Thanks for all of your messages, I am really grateful for your replies!@Doropfiz in particular, thank you for your words of reassurance, it is much appreciated!

I forgot to say in my initial message that my children are already fluent French speakers (it is our “home” language), so I am hoping this will help with the transition (although my eldest has not yet learned to read or write in French, only English).

Fortunately my husband’s new company do seem very willing to give us advice to help with the practicalities of the move and ensuring we have the correct permits. They have told my husband that they are happy to either apply for the B permit or a G permit for him, depending on where he wishes to live.

From this, have a further query, in case anyone could help:

Is it possible for us to live in France and for me to still work in Geneva on a G permit? I understand that I would need to have a résidence permit in France and have lived for six months in the area. What I am not clear on though is whether:

(a) the French permit for “droit de vie privée et familale” (which I understand is equivalent to the Swiss family reunification) would amount to a “permis de séjour durable” for the sake of the Swiss G permit rules; and

(b) if the answer to the above is “yes” + I had lived for at least six months at the French-Swiss border), would I still be considered as a third country national and therefore subject to the ‘back of the queue’ treatment when applying for a job in Geneva? Or would the fact that I have the French equivalent of a family reunification residency permit also afford me this status in Switzerland (ie that I would be treated in the same way as an EU citizen)?

Thanks very much in advance!

Is your husband French? If so I’d live in France and then after 3 years apply for citizenship and make your life a whole lot easier.

Note that while your husband’s employer may be able to advise him, they can’t apply for a permit for him as he is an EU national. He has to apply himself.

Not sure on the G permit side for you. See this:

“Third-country nationals will only be given a cross-border commuter G-permit, if they have a permanent residence permit in a neighboring country. They also need to have had their residence in the neighboring country’s border zone for at least six months and fulfill the labor market requirements. G-permits are usually valid for one year, and are limited to the border zone of the issuing canton. Third-country border commuters require permission to change jobs or occupations.”…willigung.html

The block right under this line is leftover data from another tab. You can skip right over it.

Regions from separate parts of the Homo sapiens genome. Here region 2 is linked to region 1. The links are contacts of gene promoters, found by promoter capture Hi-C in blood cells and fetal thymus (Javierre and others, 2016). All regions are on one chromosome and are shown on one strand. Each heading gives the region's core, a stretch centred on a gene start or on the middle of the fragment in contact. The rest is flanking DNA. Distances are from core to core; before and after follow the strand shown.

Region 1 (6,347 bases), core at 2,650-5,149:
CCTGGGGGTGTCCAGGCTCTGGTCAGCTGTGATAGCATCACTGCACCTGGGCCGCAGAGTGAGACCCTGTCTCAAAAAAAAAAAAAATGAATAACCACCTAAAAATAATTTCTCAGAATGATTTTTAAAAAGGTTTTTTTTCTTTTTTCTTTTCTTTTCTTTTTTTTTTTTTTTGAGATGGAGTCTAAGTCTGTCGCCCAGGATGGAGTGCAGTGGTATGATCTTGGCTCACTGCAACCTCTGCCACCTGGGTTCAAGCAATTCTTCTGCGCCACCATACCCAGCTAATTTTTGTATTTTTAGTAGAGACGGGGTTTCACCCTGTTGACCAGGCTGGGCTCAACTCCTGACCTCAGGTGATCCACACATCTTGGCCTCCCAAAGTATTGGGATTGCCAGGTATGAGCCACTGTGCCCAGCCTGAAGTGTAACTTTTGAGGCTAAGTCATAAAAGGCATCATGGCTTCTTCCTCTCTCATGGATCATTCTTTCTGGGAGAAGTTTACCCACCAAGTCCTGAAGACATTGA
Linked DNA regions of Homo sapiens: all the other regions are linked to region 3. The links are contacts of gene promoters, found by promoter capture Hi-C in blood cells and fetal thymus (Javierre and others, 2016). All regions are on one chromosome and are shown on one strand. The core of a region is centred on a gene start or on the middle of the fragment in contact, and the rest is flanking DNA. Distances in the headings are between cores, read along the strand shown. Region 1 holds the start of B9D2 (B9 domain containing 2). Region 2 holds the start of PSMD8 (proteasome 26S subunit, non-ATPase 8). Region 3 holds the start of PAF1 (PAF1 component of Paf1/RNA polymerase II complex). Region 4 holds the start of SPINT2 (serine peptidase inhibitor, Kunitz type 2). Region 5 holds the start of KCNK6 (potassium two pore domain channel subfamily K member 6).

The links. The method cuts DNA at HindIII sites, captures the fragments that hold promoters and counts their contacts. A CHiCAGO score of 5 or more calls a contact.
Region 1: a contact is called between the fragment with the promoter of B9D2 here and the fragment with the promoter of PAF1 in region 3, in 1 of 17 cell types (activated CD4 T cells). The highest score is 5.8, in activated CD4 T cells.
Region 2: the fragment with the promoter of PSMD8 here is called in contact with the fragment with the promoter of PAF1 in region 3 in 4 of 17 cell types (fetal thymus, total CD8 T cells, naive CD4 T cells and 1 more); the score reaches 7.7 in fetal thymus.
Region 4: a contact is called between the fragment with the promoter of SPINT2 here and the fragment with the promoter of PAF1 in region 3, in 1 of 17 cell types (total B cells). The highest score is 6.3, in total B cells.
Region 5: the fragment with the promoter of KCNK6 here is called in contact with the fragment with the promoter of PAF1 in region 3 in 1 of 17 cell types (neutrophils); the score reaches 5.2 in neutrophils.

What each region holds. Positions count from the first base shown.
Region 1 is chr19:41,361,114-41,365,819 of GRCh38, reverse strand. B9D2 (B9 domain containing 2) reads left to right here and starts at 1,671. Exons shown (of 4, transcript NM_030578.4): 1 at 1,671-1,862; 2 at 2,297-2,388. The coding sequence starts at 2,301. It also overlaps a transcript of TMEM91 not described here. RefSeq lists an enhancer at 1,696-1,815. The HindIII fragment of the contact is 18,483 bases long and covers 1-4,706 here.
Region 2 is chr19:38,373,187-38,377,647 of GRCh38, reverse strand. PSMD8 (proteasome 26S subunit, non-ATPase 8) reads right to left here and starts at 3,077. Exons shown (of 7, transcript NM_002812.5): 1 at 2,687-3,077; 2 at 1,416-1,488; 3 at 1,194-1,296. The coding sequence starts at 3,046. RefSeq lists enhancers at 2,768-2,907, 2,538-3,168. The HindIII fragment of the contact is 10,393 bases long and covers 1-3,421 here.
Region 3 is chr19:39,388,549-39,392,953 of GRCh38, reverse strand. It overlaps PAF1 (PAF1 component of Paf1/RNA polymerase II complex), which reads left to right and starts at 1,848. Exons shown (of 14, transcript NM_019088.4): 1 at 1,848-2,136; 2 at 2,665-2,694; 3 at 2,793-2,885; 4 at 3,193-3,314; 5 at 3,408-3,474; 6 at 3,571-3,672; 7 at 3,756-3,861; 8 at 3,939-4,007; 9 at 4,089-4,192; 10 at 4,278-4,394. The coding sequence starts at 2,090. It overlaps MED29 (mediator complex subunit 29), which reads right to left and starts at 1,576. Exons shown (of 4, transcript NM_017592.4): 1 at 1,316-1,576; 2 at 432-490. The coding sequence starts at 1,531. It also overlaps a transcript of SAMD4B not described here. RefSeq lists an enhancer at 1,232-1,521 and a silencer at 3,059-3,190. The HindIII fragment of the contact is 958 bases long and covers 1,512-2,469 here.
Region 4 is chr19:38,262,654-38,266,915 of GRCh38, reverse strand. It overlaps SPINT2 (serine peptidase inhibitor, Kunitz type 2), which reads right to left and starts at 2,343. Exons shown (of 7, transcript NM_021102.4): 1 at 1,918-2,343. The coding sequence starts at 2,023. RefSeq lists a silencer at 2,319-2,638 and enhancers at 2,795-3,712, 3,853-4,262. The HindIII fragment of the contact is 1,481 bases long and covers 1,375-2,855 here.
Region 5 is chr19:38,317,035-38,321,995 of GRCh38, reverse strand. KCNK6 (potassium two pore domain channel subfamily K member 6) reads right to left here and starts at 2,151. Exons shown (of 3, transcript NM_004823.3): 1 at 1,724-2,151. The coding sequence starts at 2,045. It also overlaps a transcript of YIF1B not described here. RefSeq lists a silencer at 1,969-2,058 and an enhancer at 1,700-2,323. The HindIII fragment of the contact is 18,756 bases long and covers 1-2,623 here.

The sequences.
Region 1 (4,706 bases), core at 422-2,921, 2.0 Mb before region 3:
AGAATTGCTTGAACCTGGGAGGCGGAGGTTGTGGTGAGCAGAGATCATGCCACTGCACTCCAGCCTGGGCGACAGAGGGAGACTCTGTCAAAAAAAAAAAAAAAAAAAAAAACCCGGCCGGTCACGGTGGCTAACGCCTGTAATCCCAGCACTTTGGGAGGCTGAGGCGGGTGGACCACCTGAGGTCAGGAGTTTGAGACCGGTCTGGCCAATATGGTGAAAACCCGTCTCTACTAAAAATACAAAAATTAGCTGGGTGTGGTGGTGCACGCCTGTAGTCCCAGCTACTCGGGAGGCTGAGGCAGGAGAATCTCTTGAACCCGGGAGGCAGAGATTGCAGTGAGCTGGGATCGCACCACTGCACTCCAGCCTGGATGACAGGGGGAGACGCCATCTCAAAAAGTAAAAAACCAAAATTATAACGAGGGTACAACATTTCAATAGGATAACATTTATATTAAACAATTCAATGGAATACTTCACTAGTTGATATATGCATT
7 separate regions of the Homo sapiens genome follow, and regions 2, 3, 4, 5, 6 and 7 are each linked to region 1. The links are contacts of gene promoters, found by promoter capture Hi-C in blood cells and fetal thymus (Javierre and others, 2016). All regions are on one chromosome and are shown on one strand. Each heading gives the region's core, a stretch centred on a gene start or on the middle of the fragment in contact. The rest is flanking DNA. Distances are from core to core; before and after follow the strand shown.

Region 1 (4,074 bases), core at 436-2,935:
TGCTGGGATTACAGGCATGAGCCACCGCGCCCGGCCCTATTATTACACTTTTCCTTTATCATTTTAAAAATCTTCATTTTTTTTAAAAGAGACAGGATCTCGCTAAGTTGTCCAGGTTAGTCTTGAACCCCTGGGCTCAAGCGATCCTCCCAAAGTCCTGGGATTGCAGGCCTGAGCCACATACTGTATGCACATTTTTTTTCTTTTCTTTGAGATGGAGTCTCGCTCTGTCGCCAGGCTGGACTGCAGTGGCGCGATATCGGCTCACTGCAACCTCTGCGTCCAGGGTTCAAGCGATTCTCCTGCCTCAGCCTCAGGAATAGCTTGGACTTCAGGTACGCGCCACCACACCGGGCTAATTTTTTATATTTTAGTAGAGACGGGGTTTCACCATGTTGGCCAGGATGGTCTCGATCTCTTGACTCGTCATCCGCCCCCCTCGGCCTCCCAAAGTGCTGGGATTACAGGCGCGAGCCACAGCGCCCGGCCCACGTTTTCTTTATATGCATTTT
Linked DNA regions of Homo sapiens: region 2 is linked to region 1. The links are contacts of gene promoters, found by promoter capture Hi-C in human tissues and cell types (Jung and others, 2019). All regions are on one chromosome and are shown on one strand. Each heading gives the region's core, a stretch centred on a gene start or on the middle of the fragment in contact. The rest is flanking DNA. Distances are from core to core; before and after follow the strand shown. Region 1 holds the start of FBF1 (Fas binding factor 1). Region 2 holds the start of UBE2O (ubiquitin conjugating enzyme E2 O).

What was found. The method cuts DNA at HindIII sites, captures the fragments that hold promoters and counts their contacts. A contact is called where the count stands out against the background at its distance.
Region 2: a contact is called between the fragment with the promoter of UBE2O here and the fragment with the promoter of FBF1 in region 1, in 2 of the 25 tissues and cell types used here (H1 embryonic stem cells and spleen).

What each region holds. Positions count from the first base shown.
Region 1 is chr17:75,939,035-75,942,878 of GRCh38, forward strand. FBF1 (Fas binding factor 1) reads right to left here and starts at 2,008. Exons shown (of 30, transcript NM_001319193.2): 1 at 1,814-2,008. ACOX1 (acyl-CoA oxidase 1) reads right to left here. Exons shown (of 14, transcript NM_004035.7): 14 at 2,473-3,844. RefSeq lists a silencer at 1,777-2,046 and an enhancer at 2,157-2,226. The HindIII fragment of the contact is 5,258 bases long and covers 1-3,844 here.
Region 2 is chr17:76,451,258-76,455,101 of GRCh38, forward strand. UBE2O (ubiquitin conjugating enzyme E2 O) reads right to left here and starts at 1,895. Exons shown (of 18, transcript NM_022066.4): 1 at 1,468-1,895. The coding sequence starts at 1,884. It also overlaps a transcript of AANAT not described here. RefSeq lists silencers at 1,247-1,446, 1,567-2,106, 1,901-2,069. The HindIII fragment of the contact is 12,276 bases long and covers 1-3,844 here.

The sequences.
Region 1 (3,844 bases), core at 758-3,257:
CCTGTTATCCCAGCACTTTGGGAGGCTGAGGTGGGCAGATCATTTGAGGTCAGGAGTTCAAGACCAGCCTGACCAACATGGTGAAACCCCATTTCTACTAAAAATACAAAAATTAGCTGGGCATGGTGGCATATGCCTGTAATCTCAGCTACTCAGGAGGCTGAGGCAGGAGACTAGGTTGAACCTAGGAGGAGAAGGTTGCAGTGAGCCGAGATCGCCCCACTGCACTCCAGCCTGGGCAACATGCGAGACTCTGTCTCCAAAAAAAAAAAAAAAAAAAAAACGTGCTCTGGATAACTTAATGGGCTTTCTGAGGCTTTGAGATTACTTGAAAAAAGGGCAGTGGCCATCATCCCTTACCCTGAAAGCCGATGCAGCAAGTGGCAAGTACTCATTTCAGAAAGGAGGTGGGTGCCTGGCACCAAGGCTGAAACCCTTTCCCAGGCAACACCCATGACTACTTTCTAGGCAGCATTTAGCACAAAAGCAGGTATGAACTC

If that does apply then you would need to have permanent residency in France which takes a minimum of 5 years to obtain before you could apply for a G permit. Whether that applies if you’re effectively on a family reunification G permit I don’t know. You’d have to ask the cantonal authorities to be sure.

@Medea Fleecemaster - thank you! I checked the G permit point with the Geneva cantonal authorities (I emailed them at 19:30 and by 8:30 the next morning I already had a response - so efficient!). Unfortunately even if I met the permit requirement in France and the 6 month rule, I would still be considered as a third country National when applying for jobs.

So, we will be looking at Switzerland rather than France to live. However, I am now worried about enrolling the children in primary school - according to the Geneva cantonal website, it can take 6-8 months to get a B permit via family reunification. I am not sure how/if it is possible to enrol the children in a Swiss school for August/September 2024 if we don’t get have the B permit via family reunification? They are registered as EU citizens but I am not sure that makes any difference in the situation (ie as they are minors they would still need to come over via the family reunification route)?

Apologies for all the additional questions - I am most grateful for all your tips and advice!

Your kids don’t need to apply for family reunification. As EU citizens they just register in person with your husband. From the day of registration they will be given a school place. (Make sure they have valid EU passports/ID cards).